Have you ever been sucked in by a bargain ticket price, only to get to the end of the booking process to find that you’re going to end up paying a lot more than you expected in booking fees? It’s a regular occurrence when booking plane tickets, but it’s becoming more and more common in the performing arts world.
This morning the Adelaide Festival Centre announced that they would be introducing a $8.95 transaction fee, which makes Adelaide Festival Centre the final capital city performing arts centre to introduce such a fee.
The Melbourne Arts Centre currently charges a $7.95 transaction fee, the Sydney Opera House charges $8.50 and the State Theatre Centre of Western Australia charges $6.95. Commercial operators Ticketek and Ticketmaster have both had varying transaction fees for years now. Interestingly, Ticketmaster now declares its payment processing fee as part of the ticket price from the beginning of the booking process.
CEO and Artistic Director of the Adelaide Festival Centre Douglas Gautier said: “This was a difficult but necessary decision to bring our operation into line with all other capital city performing arts centres and puts us on a level playing field with our colleagues interstate.”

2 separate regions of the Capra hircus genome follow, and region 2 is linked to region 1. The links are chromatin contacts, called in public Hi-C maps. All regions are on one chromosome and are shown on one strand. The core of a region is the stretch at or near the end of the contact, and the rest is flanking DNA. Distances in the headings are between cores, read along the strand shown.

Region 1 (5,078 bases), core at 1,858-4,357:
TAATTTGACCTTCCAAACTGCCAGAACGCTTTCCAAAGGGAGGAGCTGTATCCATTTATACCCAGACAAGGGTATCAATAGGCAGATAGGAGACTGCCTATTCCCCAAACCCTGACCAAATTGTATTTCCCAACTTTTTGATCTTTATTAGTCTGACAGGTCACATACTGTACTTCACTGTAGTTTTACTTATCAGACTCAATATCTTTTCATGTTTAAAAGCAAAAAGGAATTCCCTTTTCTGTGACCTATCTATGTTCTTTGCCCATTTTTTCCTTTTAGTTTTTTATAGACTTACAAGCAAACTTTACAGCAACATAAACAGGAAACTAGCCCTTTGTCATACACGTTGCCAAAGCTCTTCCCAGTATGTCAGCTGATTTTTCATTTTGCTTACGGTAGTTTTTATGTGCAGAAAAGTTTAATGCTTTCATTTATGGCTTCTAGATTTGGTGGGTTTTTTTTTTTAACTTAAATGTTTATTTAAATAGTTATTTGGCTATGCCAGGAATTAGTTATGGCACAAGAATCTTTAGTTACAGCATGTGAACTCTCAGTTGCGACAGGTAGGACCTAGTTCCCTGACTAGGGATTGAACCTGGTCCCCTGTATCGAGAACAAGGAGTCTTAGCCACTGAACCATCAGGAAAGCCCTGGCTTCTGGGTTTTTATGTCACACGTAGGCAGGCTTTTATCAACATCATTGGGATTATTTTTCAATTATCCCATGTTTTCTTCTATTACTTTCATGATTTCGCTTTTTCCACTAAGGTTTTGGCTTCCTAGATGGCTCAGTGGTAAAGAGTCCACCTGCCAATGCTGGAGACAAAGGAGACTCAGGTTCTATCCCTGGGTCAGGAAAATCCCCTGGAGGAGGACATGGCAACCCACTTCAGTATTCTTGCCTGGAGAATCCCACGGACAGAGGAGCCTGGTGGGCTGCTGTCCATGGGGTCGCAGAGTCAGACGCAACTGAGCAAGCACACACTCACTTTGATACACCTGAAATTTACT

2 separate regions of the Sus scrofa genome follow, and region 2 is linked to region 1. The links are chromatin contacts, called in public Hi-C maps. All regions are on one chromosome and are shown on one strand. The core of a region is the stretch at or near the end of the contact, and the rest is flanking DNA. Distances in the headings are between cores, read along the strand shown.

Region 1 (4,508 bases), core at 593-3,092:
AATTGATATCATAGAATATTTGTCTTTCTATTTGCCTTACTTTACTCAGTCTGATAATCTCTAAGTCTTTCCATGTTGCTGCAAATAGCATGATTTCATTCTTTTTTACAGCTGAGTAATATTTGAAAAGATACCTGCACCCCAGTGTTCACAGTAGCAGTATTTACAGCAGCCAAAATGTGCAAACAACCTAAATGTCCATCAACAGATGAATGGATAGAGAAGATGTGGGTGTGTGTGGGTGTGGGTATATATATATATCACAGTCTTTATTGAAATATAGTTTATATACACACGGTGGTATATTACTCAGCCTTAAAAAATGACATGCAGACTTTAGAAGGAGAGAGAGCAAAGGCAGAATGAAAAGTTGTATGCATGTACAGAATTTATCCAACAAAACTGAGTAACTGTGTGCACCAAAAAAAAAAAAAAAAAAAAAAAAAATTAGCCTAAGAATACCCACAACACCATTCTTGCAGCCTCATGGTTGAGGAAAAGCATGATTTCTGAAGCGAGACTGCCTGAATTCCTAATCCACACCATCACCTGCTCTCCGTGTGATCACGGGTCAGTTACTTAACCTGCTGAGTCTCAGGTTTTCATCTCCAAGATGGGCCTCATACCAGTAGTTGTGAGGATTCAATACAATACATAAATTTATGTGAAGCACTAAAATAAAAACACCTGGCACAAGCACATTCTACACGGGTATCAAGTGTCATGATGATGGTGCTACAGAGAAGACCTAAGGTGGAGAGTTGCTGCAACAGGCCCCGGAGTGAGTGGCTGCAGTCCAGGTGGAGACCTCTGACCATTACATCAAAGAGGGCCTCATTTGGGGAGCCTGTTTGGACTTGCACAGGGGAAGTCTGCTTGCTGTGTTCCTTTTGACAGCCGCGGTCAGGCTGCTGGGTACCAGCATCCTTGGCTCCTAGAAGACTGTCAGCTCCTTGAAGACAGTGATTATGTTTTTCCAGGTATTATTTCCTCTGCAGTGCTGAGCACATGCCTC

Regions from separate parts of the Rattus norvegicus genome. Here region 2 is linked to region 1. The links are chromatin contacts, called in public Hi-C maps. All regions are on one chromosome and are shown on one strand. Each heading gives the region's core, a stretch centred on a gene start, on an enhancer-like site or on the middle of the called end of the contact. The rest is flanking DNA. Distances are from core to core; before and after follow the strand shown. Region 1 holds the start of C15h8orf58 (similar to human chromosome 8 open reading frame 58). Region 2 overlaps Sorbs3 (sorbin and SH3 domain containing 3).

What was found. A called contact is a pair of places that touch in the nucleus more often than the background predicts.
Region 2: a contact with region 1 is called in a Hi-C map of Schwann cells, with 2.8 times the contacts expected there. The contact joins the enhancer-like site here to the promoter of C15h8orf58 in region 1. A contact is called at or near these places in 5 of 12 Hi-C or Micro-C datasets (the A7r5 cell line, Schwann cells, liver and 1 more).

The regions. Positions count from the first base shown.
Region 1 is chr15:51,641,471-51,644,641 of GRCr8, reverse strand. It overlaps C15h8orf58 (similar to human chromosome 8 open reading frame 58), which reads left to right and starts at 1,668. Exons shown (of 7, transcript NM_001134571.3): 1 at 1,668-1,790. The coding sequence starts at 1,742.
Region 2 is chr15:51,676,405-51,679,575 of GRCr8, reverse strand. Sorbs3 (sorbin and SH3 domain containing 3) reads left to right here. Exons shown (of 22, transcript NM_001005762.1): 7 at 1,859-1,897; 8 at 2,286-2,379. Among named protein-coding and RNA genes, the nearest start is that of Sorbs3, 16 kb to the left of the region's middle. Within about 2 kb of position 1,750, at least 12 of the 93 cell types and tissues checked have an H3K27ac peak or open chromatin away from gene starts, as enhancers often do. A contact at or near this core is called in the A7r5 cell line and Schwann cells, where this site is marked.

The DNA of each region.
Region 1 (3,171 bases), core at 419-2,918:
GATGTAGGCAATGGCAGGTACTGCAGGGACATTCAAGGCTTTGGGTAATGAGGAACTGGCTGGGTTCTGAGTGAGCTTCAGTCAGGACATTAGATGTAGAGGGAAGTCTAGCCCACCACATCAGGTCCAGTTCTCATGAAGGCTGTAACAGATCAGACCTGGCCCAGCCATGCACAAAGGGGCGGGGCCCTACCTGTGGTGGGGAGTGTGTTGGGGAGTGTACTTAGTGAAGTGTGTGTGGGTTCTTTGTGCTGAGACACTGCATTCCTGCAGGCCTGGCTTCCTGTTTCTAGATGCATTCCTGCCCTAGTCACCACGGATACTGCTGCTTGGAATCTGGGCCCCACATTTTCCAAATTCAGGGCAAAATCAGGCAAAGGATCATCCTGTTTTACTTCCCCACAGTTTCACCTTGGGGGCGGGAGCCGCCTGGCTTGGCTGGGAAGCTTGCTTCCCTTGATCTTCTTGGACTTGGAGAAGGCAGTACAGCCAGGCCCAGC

He said: “The money raised by the transaction fee will reinvested into our programs and facilities so that we can continue to present programs and events of excellence for all South Australians.”
Which begs the question: why is it referred to as a transaction fee, if it isn’t necessarily going towards the cost of running a box office able to handle transactions?
Given the fact that the fee was announced via a media release, you could hardly accuse Adelaide Festival Centre of trying to hide the fee and spring it on purchasers as a surprise.
But the bigger question, that many ask when it comes to transaction fees, is: if it’s necessary to generate more revenue from sales, to cover the cost of running an arts centre with a box office, why not just increase the cost of the tickets themselves?
It’s an argument that’s being held in other theatre cities around the world. In London, booking fees can often add up to 30% to the price of a ticket, which has resulted in a ruling by the Advertising Standards Authority that ticketing agents must make their transaction fees clear at the beginning of the booking process. The advertised price for a theatre ticket, in London, must now include the booking fee.